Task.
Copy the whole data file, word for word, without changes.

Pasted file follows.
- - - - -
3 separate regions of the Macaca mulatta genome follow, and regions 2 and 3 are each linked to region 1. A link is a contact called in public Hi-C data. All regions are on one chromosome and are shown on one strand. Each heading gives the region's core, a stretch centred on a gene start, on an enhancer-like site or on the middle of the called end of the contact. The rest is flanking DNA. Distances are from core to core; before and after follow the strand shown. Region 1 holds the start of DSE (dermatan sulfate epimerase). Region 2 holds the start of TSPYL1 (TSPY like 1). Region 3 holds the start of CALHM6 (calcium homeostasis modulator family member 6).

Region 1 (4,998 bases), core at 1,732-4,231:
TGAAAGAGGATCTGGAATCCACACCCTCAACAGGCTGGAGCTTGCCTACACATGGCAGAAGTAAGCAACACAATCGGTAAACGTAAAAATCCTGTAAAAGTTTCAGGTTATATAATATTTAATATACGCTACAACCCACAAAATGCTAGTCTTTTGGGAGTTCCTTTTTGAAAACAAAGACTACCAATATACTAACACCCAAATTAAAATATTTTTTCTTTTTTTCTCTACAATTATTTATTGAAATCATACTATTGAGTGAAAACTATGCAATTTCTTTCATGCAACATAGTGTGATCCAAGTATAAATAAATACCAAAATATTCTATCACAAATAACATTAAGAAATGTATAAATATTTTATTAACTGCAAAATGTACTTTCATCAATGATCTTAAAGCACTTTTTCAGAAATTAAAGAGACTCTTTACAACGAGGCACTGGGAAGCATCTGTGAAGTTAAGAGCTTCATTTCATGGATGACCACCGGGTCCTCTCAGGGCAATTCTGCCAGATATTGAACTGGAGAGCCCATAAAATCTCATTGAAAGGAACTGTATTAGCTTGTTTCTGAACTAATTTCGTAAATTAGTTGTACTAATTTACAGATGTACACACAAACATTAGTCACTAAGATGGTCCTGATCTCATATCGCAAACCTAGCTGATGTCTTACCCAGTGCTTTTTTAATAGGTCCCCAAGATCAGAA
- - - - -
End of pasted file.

3 separate regions of the Macaca mulatta genome follow, and regions 2 and 3 are each linked to region 1. A link is a contact called in public Hi-C data. All regions are on one chromosome and are shown on one strand. Each heading gives the region's core, a stretch centred on a gene start, on an enhancer-like site or on the middle of the called end of the contact. The rest is flanking DNA. Distances are from core to core; before and after follow the strand shown. Region 1 holds the start of DSE (dermatan sulfate epimerase). Region 2 holds the start of TSPYL1 (TSPY like 1). Region 3 holds the start of CALHM6 (calcium homeostasis modulator family member 6).

Region 1 (4,998 bases), core at 1,732-4,231:
TGAAAGAGGATCTGGAATCCACACCCTCAACAGGCTGGAGCTTGCCTACACATGGCAGAAGTAAGCAACACAATCGGTAAACGTAAAAATCCTGTAAAAGTTTCAGGTTATATAATATTTAATATACGCTACAACCCACAAAATGCTAGTCTTTTGGGAGTTCCTTTTTGAAAACAAAGACTACCAATATACTAACACCCAAATTAAAATATTTTTTCTTTTTTTCTCTACAATTATTTATTGAAATCATACTATTGAGTGAAAACTATGCAATTTCTTTCATGCAACATAGTGTGATCCAAGTATAAATAAATACCAAAATATTCTATCACAAATAACATTAAGAAATGTATAAATATTTTATTAACTGCAAAATGTACTTTCATCAATGATCTTAAAGCACTTTTTCAGAAATTAAAGAGACTCTTTACAACGAGGCACTGGGAAGCATCTGTGAAGTTAAGAGCTTCATTTCATGGATGACCACCGGGTCCTCTCAGGGCAATTCTGCCAGATATTGAACTGGAGAGCCCATAAAATCTCATTGAAAGGAACTGTATTAGCTTGTTTCTGAACTAATTTCGTAAATTAGTTGTACTAATTTACAGATGTACACACAAACATTAGTCACTAAGATGGTCCTGATCTCATATCGCAAACCTAGCTGATGTCTTACCCAGTGCTTTTTTAATAGGTCCCCAAGATCAGAA